Last week, both David Broder, The Washington Post's venerable and authoritative political voice, and Chuck Todd, NBC's new important political voice, declared President Barack Obama's honeymoon over.
Although almost every new American presidency is launched with renewed hope and optimism for both the president and the nation (Abraham Lincoln's being a conspicuous exception in 1861), a time comes when the public and the president's party begin to assess whether they made the right choice.
Are the public's expectations of the new president being met? Are the many promises that every candidate for president makes -- and his apparent personal attributes -- hanging together and beginning to form a potentially coherent and successful administration of government?
It is a commonplace of Washington politics that it is not news when the other party attacks, but it is noteworthy when there is opposition within a president's own party.
Last week, on two of his three major domestic legislative initiatives -- health policy and financial re-regulation -- strong Democratic Party congressional doubts (and, on some important details, opposition) emerged.
Abroad, the extraordinary and heroic rising of the Iranian people and the predictable but deeply disconcerting nuclear provocation of the North Korean regime are beginning the process of coloring in the public picture of the president's foreign-policy methods and effectiveness. Last week, public expectations and early presidential performance began to separate a little.
I don't think the Obama team would contradict me if I suggested that at the heart of Mr. Obama's winning campaign was his image as a progressive, idealistic, highly intelligent and masterfully competent man. Hopes for a "post-racial" society also motivated votes for Obama from both Democrats and Republicans. These images were projected by the campaign to contrast (in the campaign's view) with the then-incumbent Republican president.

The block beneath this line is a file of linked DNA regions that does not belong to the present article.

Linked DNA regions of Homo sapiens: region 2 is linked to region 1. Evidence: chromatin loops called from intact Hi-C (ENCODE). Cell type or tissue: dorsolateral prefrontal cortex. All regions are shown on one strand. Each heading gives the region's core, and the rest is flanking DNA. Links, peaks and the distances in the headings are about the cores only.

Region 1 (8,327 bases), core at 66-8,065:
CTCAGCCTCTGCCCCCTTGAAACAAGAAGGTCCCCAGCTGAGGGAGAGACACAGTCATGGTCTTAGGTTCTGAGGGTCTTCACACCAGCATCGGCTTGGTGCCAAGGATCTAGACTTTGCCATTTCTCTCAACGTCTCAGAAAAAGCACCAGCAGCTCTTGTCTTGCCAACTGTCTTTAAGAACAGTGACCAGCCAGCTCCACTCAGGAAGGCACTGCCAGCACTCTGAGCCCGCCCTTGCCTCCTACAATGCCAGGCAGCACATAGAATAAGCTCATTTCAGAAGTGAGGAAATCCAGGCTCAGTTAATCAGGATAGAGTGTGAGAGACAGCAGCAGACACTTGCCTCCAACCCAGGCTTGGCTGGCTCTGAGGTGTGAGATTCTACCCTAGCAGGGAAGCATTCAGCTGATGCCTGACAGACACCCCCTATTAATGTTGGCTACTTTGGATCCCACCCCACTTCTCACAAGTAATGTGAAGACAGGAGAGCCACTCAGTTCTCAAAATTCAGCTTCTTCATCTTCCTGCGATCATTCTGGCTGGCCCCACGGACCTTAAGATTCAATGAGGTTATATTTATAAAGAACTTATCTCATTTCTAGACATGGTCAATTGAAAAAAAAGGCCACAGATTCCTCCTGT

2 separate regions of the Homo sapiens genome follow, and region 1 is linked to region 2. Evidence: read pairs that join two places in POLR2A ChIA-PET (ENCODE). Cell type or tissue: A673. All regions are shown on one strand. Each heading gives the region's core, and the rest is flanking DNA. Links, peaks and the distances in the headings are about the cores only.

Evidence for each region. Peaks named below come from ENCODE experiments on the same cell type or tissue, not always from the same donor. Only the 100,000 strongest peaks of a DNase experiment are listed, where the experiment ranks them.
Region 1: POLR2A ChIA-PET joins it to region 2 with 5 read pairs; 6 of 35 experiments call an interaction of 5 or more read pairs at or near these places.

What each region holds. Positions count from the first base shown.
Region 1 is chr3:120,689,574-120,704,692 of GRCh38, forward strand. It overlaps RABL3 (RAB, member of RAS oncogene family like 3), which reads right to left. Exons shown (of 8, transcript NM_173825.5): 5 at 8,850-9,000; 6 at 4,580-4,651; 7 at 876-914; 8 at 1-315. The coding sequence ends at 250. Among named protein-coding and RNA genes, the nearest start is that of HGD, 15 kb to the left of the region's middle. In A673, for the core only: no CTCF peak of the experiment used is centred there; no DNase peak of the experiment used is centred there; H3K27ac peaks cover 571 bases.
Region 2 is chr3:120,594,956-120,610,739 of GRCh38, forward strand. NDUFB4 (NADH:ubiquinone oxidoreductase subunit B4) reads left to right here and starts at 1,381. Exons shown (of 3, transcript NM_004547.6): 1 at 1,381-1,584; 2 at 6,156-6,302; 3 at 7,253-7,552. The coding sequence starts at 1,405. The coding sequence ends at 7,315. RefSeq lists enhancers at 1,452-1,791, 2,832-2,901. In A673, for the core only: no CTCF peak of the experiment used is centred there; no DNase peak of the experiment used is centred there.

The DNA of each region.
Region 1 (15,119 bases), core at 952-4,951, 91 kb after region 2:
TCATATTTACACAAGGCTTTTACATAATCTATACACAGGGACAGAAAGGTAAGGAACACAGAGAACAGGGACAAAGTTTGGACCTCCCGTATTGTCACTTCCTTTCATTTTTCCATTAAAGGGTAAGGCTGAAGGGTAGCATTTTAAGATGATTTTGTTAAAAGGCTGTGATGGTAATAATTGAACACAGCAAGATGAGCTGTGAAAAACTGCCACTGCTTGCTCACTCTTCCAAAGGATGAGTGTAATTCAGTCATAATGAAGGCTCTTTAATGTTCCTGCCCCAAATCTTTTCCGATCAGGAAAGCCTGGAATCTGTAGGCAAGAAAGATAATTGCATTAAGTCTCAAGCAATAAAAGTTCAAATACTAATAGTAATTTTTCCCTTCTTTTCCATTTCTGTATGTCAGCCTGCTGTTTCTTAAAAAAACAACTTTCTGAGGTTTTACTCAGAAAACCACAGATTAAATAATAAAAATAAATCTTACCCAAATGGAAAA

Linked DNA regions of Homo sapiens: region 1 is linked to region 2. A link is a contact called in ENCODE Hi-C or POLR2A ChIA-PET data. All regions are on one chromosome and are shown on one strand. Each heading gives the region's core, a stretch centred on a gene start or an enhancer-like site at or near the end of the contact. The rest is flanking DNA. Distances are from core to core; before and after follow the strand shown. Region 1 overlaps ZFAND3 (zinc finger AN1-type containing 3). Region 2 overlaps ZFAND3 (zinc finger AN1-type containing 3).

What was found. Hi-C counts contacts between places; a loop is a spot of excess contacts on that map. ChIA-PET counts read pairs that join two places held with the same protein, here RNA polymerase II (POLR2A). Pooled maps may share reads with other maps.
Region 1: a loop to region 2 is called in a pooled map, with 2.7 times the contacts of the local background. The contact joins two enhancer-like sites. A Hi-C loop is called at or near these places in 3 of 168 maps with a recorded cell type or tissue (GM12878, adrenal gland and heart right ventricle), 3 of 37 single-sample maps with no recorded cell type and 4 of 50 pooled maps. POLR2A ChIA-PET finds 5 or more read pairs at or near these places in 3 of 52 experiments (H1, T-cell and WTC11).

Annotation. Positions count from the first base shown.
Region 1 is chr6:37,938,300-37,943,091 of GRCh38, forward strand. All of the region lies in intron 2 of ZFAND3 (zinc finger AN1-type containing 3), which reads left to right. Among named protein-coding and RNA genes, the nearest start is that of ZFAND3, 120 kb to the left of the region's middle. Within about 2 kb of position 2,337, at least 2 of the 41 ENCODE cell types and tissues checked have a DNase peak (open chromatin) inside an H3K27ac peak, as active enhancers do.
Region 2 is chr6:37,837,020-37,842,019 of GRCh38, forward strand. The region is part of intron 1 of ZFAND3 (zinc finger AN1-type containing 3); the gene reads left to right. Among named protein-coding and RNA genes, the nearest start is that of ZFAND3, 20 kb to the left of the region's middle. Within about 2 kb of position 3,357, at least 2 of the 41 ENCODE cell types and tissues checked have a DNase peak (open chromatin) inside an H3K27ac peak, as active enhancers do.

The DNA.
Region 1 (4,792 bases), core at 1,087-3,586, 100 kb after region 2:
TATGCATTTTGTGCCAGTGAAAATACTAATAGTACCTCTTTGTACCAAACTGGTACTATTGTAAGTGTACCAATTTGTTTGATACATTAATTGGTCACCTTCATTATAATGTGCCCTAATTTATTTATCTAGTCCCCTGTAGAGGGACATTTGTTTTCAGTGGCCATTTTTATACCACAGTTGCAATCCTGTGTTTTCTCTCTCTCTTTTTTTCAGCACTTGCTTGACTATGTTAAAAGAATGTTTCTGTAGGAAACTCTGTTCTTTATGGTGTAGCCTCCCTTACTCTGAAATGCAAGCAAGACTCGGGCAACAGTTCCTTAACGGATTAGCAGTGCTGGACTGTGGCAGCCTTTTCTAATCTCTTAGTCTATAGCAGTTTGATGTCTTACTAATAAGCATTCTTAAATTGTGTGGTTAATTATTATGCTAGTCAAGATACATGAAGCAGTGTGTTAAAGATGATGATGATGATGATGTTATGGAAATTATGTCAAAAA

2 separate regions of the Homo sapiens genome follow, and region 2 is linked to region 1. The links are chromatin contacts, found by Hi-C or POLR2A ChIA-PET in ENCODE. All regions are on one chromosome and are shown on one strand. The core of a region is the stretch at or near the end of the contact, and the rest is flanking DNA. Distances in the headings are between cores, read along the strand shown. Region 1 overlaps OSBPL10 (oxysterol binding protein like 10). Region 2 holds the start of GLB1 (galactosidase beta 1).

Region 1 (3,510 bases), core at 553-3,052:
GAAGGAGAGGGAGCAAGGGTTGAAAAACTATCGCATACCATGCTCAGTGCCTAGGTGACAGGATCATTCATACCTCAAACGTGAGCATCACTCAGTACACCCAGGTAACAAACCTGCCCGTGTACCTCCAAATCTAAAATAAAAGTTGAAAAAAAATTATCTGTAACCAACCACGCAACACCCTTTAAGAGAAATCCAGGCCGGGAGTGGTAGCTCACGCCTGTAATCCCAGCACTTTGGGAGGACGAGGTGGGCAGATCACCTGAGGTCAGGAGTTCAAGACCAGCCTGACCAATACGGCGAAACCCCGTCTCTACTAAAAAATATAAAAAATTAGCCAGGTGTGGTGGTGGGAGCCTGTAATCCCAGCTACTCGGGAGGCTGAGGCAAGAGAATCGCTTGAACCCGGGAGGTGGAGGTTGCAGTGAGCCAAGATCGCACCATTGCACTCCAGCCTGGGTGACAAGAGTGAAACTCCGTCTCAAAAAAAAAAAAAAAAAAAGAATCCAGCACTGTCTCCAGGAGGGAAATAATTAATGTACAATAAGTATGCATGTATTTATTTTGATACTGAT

In the weeks leading up to last week, the president disappointed many of his most intense supporters on the left by backpedaling on war-, civil liberties- and transparency-related issues, while Republican opposition increased as he made his first Supreme Court nomination on an identity-politics basis and advanced his intrusive industrial and regulatory policies.
His early predictions of unemployment rates have sadly been breached by events as the interest rates on Treasury notes needed to finance the president's proposed deficits are going up steadily -- thus driving up mortgage rates and driving down housing recovery.
Blankley, who had been suffering from stomach cancer, died Saturday night at Sibley Memorial Hospital in Washington, his wife, Lynda Davis, said Sunday.
In his long career as a political operative and pundit, his most visible role was as a spokesman for and adviser to Gingrich from 1990 to 1997. Gingrich became House Speaker when Republicans took control of the U.S. House of Representatives following the 1994 midterm elections.